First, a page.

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Tue Apr 14, 2015, 10:41 AM

 

The last surviving person to view the face of Lincoln. An exercise in creepy...

Inspired by this thread: http://www.democraticunderground.com/10026505016

(note: I don't find Mr Lindley creepy, but his experience is uber-creepy)

https://en.wikipedia.org/wiki/Fleetwood_Lindley

Fleetwood Herndon Lindley (April 4, 1887 February 1, 1963) was the last surviving person to have looked upon the face of U.S. President Abraham Lincoln before his final burial at his tomb in Oak Ridge Cemetery on September 26, 1901; Lindley was fourteen years old at the time.

Lindley was born in Illinois, the son of Joseph Perry Lindley[3] and Julia Herndon.[4] Joseph Lindley was a member of the Lincoln Guard of Honor, assembled in February 1880 by John Carroll Power, custodian of Lincoln's tomb, in response to the attempted theft of Lincoln's remains from the tomb in November 1876.[5] In 19001901, the tomb underwent a massive reconstruction, and Lincoln's body was to be placed in a steel cage which would be filled with Portland cement. To satisfy their curiosity and lay to rest rumors that his body was no longer there, the surviving members of the Guard of Honor decided to open Lincoln's coffin for a final inspection.

On the morning of September 26, Lindley's teacher gave him a note from his father, telling him to get on his bicycle and ride as fast as he could to Oak Ridge Cemetery to witness a historic occasion. In an interview on January 29, 1963, three days before his death, Lindley recalled what he had seen: "Yes, his face was chalky white. His clothes were mildewed. And I was allowed to hold one of the leather straps as we lowered the casket for the concrete to be poured. I was not scared at the time but I slept with Lincoln for the next six months."[6] Though George Cashman, a later custodian of Lincoln's tomb, claimed to be the last person to have seen Lincoln's face that day, Cashman's wife Dorothy refuted this in a pamphlet, stating, "At the time of his death in 1963 Fleetwood Lindley was the last living person to have looked upon Mr. Lincoln's face."

Lindley became a florist in adulthood, and later married with two children. He died in Springfield on February 1, 1963, and is buried at the Lindley family plot in Oak Ridge Cemetery, not far from Lincoln's tomb.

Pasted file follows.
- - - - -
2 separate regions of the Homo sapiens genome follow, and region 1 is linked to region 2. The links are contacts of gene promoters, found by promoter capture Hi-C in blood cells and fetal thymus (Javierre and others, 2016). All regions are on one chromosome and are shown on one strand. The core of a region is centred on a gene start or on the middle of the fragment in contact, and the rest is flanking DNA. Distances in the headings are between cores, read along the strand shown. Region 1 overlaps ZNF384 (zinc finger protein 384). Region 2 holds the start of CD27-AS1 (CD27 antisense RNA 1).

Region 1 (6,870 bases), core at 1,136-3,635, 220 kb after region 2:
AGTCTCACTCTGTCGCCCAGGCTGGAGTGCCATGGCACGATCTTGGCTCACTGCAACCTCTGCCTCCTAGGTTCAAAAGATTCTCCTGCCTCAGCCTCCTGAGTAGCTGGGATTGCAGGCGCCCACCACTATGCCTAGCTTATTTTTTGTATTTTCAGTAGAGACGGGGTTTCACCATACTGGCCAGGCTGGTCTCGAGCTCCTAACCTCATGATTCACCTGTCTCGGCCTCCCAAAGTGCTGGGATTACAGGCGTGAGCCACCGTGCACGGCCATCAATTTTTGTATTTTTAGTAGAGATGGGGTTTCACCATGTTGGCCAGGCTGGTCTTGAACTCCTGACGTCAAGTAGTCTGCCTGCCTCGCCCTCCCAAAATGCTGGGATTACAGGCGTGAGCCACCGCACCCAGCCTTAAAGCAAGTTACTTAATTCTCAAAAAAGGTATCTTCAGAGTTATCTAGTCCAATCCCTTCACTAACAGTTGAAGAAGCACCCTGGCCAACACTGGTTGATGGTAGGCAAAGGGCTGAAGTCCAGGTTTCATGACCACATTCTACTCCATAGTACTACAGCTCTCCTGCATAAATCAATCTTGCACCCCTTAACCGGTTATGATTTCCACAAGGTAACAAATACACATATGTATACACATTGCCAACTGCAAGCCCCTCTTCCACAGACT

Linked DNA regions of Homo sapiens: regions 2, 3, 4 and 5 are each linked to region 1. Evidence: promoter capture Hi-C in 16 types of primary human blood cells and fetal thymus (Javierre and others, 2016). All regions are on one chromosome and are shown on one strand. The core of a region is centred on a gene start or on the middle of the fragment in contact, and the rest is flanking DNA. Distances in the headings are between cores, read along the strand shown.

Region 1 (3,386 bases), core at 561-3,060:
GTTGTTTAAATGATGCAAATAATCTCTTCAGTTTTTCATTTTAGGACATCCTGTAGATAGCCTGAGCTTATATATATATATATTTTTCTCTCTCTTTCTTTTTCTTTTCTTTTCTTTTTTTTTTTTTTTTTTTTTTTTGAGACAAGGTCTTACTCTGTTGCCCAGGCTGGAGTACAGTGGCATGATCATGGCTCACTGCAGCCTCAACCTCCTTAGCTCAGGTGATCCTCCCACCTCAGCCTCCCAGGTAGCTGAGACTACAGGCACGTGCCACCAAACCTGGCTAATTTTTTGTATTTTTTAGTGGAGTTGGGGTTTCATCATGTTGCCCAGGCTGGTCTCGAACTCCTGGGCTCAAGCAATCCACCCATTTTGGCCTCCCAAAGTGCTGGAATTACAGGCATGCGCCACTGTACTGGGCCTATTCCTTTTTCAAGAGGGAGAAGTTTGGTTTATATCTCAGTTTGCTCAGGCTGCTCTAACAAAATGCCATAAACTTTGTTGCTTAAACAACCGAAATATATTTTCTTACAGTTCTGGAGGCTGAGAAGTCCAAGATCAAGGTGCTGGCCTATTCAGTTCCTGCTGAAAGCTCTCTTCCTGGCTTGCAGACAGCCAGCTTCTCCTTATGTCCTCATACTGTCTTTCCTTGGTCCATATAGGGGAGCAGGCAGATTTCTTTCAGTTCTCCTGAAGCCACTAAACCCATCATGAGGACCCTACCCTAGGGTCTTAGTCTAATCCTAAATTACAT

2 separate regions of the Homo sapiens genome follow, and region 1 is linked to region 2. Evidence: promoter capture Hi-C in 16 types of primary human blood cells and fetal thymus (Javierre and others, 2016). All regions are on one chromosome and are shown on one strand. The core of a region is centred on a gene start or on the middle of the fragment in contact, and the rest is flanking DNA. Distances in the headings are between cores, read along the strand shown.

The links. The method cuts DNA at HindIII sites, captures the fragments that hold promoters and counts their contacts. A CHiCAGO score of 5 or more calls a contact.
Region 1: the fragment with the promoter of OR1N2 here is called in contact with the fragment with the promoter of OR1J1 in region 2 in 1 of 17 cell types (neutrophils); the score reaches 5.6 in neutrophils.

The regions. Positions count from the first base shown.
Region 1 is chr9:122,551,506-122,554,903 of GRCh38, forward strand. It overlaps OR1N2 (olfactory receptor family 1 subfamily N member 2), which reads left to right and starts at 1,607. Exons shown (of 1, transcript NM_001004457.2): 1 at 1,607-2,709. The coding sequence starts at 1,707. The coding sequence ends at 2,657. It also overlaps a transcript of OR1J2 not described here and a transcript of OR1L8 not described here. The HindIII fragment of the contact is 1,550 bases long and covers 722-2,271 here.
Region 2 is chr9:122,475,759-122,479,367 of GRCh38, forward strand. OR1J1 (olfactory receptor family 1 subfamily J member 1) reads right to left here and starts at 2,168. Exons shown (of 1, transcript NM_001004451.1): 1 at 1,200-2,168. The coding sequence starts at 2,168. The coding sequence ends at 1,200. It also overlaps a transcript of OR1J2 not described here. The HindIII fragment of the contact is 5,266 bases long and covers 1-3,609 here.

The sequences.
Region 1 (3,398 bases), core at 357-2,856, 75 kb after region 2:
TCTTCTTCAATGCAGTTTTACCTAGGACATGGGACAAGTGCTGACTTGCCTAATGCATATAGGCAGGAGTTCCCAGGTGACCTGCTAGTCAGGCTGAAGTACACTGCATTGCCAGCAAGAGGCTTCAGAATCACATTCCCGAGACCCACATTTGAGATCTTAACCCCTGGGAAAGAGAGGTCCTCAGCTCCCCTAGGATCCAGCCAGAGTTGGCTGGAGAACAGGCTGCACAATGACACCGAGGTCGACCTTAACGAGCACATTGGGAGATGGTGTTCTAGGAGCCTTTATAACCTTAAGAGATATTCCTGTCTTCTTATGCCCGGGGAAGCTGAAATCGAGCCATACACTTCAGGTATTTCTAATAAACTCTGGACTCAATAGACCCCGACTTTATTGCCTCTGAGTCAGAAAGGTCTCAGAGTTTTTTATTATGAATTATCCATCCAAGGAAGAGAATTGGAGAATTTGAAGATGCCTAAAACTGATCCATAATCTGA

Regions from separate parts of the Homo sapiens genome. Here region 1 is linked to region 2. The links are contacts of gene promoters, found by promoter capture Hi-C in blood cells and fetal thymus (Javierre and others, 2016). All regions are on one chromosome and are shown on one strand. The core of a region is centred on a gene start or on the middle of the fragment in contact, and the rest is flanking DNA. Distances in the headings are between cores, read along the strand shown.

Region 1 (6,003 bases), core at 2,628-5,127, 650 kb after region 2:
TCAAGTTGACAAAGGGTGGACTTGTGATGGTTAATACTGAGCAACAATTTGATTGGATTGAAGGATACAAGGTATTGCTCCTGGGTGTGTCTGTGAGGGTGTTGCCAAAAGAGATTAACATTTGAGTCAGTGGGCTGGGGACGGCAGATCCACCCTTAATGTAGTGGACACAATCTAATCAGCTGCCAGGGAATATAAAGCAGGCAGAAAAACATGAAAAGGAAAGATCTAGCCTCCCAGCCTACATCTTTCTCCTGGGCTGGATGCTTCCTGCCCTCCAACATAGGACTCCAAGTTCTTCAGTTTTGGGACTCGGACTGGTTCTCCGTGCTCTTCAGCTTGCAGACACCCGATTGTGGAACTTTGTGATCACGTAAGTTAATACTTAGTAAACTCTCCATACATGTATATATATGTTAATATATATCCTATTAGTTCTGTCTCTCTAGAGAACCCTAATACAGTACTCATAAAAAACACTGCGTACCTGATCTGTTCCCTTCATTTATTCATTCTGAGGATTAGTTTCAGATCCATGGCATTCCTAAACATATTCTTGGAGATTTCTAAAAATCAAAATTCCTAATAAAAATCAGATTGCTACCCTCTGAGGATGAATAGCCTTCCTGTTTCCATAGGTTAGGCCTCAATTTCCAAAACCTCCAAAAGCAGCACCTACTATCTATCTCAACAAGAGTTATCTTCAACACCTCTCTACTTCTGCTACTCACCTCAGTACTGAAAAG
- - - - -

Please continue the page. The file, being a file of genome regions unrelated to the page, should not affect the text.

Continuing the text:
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Reply The last surviving person to view the face of Lincoln. An exercise in creepy... (Original post)
Cooley Hurd Apr 2015 OP
Arugula Latte Apr 2015 #1
Cooley Hurd Apr 2015 #2
Lars39 Apr 2015 #3
rsdsharp Apr 2015 #4
appalachiablue Apr 2015 #5
Rhiannon12866 Apr 2015 #6

Response to Cooley Hurd (Original post)

Tue Apr 14, 2015, 10:48 AM

1. Stuff like this is always fascinating.

 

There's a time-travel aspect to it, when someone young meets/sees a historic figure from a long-ago age, then lives a long life and dies in modern times.

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Response to Arugula Latte (Reply #1)

Tue Apr 14, 2015, 10:52 AM

2. This story has fascinated me for decades...

 

...ever since reading about it in the book "Twenty Days" by Dorothy Meserve Kunhardt and Philip B. Kunhardt Jr.

http://www.amazon.com/Narrative-Pictures-Assassination-Abraham-Lincoln/dp/1555219756

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Response to Cooley Hurd (Original post)

Tue Apr 14, 2015, 11:03 AM

3. Saw that on PBS....mind-boggling.

Poor Abe.

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Response to Cooley Hurd (Original post)

Tue Apr 14, 2015, 11:33 AM

4. In early 1963, Life magazine published an article about this.

I was not quite nine years old at the time. I read the article, and it scared the hell out of me. I had nightmares for weeks. Recently I acquired a copy of that Life issue, and have re-read the article. It is still creepy, but not as scary more than 50 years later.

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Response to Cooley Hurd (Original post)

Tue Apr 14, 2015, 02:46 PM

5. Grim but interesting actually. And bizarre like the search and exhumation of JOHN PAUL JONES

body in Paris where he died in 1792. The American Revolutionary war hero was b. 1747 in Scotland, became a seaman and worked in the West Indies. When in Virginia in 1775 Jones joined the American Rebels and the Continental Navy. His travels took him to the Court of Catherine the Great of Russia and then Paris where he died of an illness. Around 1899 there was renewed interest in the French burial site location of the American Naval hero. After search and discovery in Paris the remains were transported back to the US in 1905 and to a final resting place of honor in Annapolis, MD.

*Graphic Images, Warning-

http://www.seacoastnh.com/Maritime-History/John-Paul-Jones/is-this-john-paul-jones-corpse/

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Response to Cooley Hurd (Original post)

Tue Apr 14, 2015, 03:30 PM

6. K&R! Fascinating story...

Seriously creepy, but fascinating...

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